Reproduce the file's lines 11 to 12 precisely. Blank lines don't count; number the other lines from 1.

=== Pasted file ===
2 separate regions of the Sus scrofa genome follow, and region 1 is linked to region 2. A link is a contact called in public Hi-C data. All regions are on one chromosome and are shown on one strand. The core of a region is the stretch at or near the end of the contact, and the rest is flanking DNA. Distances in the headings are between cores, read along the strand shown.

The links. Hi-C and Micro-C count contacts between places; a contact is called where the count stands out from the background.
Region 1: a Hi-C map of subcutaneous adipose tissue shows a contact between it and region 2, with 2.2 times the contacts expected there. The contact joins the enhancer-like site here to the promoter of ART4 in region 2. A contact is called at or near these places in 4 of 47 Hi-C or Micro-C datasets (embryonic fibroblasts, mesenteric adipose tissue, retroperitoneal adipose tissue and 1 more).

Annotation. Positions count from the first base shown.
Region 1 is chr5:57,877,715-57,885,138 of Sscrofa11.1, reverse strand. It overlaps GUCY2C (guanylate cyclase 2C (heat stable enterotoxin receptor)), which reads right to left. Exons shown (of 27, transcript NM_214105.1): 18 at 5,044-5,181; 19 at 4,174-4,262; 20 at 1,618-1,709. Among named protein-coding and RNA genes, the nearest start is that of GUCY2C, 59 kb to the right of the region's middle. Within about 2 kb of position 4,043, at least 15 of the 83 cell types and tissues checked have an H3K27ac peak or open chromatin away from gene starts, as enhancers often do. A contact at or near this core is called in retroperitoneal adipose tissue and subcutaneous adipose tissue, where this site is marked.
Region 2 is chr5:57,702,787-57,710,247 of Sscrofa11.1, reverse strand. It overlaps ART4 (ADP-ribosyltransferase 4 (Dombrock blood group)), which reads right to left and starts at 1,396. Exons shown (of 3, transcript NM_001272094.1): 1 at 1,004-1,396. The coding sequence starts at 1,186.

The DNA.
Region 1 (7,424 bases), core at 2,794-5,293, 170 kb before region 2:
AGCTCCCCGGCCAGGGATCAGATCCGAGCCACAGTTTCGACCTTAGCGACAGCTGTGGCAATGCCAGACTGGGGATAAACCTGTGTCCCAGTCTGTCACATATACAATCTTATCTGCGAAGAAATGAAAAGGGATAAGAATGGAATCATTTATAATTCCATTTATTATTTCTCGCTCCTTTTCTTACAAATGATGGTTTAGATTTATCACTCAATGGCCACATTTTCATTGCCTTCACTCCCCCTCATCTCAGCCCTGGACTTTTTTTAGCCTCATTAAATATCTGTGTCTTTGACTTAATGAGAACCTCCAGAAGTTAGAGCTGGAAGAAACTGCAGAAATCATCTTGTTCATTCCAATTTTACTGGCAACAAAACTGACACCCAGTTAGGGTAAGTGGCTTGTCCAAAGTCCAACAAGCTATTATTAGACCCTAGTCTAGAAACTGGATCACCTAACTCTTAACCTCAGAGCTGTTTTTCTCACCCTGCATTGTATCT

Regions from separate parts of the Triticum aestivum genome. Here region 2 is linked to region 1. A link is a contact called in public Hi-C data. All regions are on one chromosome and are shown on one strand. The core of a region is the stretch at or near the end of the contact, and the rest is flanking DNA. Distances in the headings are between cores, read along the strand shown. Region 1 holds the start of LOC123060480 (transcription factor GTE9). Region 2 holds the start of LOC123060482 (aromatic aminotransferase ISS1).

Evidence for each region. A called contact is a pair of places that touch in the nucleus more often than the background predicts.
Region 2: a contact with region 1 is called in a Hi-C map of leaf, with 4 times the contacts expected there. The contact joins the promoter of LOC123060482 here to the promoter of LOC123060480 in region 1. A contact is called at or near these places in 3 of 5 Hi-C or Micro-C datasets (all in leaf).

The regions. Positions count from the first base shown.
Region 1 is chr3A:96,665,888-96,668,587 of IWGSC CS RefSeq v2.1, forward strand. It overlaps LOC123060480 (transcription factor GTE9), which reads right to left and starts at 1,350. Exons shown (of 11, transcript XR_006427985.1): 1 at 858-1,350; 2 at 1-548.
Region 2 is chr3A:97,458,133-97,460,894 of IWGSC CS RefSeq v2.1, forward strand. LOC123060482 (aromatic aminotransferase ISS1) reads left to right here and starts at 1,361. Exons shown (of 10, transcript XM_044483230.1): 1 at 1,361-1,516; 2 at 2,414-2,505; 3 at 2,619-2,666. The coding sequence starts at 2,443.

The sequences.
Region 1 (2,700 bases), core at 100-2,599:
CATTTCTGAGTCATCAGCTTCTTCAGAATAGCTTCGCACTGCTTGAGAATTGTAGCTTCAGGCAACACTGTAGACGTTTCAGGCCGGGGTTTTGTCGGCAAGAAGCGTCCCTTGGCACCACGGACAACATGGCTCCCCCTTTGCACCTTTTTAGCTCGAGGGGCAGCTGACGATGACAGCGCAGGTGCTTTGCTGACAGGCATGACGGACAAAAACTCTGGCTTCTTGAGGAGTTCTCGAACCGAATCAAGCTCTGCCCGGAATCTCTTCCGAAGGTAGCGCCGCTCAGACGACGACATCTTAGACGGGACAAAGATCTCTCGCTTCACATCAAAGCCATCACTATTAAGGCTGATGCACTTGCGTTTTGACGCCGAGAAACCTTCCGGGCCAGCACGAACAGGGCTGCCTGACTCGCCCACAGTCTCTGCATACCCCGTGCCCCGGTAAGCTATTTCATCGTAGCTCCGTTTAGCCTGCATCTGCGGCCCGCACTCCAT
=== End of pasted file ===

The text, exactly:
Evidence for each region. A called contact is a pair of places that touch in the nucleus more often than the background predicts.
Region 2: a contact with region 1 is called in a Hi-C map of leaf, with 4 times the contacts expected there. The contact joins the promoter of LOC123060482 here to the promoter of LOC123060480 in region 1. A contact is called at or near these places in 3 of 5 Hi-C or Micro-C datasets (all in leaf).